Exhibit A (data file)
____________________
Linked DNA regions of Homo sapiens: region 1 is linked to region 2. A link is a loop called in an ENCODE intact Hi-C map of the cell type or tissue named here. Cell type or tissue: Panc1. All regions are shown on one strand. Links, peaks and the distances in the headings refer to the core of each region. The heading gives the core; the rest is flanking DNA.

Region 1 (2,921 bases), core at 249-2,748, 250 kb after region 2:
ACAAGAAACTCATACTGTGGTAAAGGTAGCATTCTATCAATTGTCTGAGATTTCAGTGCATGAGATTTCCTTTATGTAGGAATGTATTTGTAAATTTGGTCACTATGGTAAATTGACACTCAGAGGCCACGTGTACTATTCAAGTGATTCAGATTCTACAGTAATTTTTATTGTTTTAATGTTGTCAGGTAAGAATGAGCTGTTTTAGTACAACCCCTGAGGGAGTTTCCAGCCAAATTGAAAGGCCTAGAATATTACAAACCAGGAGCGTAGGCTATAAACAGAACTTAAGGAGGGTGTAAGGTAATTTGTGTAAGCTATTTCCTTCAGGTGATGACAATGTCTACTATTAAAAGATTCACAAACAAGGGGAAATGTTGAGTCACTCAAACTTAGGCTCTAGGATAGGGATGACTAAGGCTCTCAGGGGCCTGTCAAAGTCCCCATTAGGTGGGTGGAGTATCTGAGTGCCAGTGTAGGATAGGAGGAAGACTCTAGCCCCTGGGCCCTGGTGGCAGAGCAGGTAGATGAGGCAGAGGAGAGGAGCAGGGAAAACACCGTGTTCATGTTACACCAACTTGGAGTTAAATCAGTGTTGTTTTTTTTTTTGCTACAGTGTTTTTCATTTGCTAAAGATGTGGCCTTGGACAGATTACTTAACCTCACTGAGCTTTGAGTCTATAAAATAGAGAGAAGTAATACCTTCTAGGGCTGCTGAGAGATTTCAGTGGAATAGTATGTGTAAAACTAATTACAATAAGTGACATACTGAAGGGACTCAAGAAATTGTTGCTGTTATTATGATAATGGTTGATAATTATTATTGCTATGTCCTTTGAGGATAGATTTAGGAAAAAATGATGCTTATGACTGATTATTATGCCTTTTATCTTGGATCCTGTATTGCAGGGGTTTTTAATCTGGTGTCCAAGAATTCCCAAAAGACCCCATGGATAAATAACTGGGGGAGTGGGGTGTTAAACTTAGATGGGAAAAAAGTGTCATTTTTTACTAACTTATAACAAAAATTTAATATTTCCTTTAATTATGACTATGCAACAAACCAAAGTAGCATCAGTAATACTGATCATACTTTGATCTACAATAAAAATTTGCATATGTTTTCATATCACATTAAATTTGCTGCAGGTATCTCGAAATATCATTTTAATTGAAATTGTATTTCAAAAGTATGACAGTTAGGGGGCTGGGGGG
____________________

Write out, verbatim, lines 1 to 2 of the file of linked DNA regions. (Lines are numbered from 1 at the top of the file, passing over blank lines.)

Linked DNA regions of Homo sapiens: region 1 is linked to region 2. A link is a loop called in an ENCODE intact Hi-C map of the cell type or tissue named here. Cell type or tissue: Panc1. All regions are shown on one strand. Links, peaks and the distances in the headings refer to the core of each region. The heading gives the core; the rest is flanking DNA.

Region 1 (2,921 bases), core at 249-2,748, 250 kb after region 2: